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How to Properly Take Care of Your Senior Dog

How to Properly Take Care of Your Senior Dog 1

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One day, we notice the white beard and opaque reflections in the eyes of our four-legged companion. Yes, they are aging!

In order to continue enjoying good moments together, we need to be attentive to certain signs to provide appropriate care and preserve their health.

At what age does a dog become a senior?

Depending on their size, weight, living conditions, and genetic potential, our dogs do not age at the same rate.

It is generally considered that the physiological senior status begins at two-thirds of their life expectancy.

For example, a large dog enters the senior stage after reaching 7 years of age, with an average life expectancy of 10 to 12 years. A small breed dog can live much longer (15 to 18 years), so their old age will only start around 10 years.

How old is your dog really?

How to Properly Take Care of Your Senior Dog

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The senior dog health check-up

From a certain age, it becomes essential to schedule periodic and comprehensive medical visits accompanied by additional examinations.

The senior dog health check-up

The “senior health check-up” helps to better understand the clinical condition of your animal and detect abnormalities. Aging affects vital functions, and many age-related conditions initially progress in a less noticeable way.

Typically, this type of check-up allows for the detection of kidney diseases, heart failure, diabetes, liver and pancreatic disorders, as well as hormonal diseases. It helps to assess potential pain related to arthritis. The earlier these problems are detected, the better the treatment can be.

What are the signs of aging in dogs?

You may observe one or more of the following signs indicating that your animal is getting older:

  • Difficulty climbing up or down stairs.
  • Difficulty jumping (furniture, car, obstacles, etc.).
  • Joint stiffness (difficulty getting up, stiffness in gait).
  • “Accidents” (urine and feces) in the house.
  • Increased thirst and need to urinate.
  • Reduced level of physical activity.
  • Excessive panting.
  • Behavioral changes / cognitive changes: dizziness, repetitive movements, confusion, disorientation, excessive barking, less interaction with family members, less responsive when called, may not greet family members when they come home.
  • Tremors.
  • Changes in coat quality.
  • Changes in sleep patterns.
  • Decreased appetite or weight gain.

How to Properly Take Care of Your Senior Dog

What additional examinations are performed during a senior check-up?

Depending on your animal’s clinical examination, we offer several types of examinations.

BLOOD TESTS

A blood sample is an essential complement to the clinical and behavioral examination of the dog during a “senior check-up.” When the dog does not show any suggestive pathological signs, a routine blood test helps measure physiological parameters that indicate the proper functioning of certain organs.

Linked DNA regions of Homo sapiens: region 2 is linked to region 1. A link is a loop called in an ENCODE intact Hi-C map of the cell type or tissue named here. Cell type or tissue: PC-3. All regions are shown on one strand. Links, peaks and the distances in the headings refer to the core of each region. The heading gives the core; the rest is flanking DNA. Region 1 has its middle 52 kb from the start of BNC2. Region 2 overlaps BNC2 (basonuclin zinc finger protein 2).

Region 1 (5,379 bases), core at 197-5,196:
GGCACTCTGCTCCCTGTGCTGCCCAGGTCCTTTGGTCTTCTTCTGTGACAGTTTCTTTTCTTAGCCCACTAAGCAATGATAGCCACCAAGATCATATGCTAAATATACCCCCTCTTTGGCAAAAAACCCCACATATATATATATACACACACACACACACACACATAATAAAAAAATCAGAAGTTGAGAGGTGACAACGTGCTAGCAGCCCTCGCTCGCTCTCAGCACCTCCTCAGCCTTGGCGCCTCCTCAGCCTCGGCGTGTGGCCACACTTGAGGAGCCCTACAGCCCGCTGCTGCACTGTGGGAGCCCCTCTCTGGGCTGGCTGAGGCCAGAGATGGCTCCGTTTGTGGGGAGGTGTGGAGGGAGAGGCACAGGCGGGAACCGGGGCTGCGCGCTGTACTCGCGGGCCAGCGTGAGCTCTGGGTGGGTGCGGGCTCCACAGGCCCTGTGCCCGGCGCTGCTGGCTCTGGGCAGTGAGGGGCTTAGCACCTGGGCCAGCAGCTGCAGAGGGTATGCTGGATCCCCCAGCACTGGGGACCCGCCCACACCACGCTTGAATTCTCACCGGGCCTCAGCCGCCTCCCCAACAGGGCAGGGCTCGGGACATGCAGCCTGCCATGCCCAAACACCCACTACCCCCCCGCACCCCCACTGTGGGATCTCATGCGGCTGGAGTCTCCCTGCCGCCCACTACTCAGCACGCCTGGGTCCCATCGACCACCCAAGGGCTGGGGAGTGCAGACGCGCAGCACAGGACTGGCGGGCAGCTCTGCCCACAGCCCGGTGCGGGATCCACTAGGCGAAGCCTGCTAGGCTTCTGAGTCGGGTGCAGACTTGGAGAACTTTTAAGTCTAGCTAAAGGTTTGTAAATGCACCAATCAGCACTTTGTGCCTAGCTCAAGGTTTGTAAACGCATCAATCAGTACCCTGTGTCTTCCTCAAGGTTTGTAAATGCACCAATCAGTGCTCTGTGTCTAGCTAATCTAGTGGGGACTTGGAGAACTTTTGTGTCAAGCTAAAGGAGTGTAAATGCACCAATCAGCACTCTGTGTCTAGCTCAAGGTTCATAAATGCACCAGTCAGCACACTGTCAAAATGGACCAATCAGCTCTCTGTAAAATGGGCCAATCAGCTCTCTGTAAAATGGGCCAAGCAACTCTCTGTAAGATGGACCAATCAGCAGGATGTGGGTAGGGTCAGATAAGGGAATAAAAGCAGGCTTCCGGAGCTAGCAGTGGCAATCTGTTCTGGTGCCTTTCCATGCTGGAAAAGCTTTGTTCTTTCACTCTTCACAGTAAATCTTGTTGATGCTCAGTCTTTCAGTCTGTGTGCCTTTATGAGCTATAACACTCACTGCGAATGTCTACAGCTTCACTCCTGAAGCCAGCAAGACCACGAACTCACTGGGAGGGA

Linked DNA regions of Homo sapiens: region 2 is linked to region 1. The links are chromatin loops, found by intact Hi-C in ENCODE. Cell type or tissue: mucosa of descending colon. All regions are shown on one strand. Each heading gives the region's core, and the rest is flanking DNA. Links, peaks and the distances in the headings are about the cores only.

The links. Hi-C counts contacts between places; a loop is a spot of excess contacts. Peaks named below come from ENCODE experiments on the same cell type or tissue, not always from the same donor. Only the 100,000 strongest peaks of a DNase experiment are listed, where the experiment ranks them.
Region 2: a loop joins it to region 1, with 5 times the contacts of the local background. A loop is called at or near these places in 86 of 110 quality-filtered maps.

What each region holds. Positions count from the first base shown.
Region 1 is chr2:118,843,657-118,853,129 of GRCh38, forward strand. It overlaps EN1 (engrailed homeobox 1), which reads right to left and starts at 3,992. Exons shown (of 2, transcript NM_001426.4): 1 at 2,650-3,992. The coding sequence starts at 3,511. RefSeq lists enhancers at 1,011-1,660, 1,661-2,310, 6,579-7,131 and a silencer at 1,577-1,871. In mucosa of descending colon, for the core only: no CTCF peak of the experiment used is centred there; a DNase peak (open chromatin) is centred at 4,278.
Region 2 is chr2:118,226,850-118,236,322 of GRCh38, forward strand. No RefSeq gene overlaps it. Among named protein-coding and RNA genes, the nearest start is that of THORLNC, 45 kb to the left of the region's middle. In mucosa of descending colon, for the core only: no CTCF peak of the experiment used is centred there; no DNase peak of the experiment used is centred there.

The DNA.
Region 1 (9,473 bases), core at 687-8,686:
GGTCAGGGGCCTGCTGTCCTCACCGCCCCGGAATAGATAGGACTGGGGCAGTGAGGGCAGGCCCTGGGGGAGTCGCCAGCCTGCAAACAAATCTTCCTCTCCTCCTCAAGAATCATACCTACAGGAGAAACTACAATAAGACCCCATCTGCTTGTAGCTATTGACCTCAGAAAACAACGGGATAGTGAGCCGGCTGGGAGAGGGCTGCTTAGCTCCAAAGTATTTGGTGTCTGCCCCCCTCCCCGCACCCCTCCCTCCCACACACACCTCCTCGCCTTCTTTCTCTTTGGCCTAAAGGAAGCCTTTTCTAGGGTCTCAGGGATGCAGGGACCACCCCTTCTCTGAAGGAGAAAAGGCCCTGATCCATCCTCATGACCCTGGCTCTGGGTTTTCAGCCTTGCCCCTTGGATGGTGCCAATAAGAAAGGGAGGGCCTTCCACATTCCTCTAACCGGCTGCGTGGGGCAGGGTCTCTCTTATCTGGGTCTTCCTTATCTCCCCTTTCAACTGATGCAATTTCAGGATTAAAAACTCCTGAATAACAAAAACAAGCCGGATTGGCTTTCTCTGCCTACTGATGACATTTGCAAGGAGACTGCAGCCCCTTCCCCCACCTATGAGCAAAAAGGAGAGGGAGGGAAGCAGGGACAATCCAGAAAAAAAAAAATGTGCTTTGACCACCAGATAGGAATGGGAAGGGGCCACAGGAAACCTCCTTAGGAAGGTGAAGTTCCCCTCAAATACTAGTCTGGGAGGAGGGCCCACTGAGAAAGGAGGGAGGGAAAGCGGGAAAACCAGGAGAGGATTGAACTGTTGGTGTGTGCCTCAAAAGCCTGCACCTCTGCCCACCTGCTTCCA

It includes the following tests:

  • A complete blood count (CBC): this involves counting the elements present in the blood, such as red blood cells, white blood cells, platelets, etc. It can help detect infections, anemia, and even certain cancers.
  • Biochemical parameter analysis (urea, creatinine, glucose, proteins, etc.): this helps assess the nutritional status of the animal, the possible presence of diabetes, as well as the proper or improper functioning of the liver, kidneys, and other organs.
  • A mineral panel including calcium, phosphorus, potassium, sodium, etc., which also reflects the functioning of organs such as the kidneys.

Regular monitoring of these parameters helps detect diseases like renal failure at an early stage, greatly facilitating treatment and limiting the negative consequences of prolonged imbalance. Sometimes, these initial tests may lead to the prescription of more specific investigations (hormonal, parasitic, etc.) in case of anomalies or questionable results.

Note: These blood tests are not exclusive to seniors, and their implementation as part of pre-anesthetic assessments, for example, not only helps detect often unsuspected abnormalities but also establishes reference standards for your animal. These values will allow for a more personalized follow-up of your dog from year to year.

URINE TESTS

Often overlooked, a simple urine analysis provides valuable information about the general condition of the dog and certain pathologies such as diabetes or renal insufficiency.

IMAGING EXAMS

We have several tools available for different needs, ranging from simple radiography and ultrasound to more specific exams like CT scans or endoscopy.

Medical imaging provides valuable information about the health status of a senior dog. A chest and abdominal X-ray can screen for heart and lung abnormalities and identify indicative signs of developing tumors or arthritis in the joints.

mahatma gandhi portrait

- Mahatma Gandhi

“The greatness of a nation and its moral progress can be judged by the way its animals are treated.”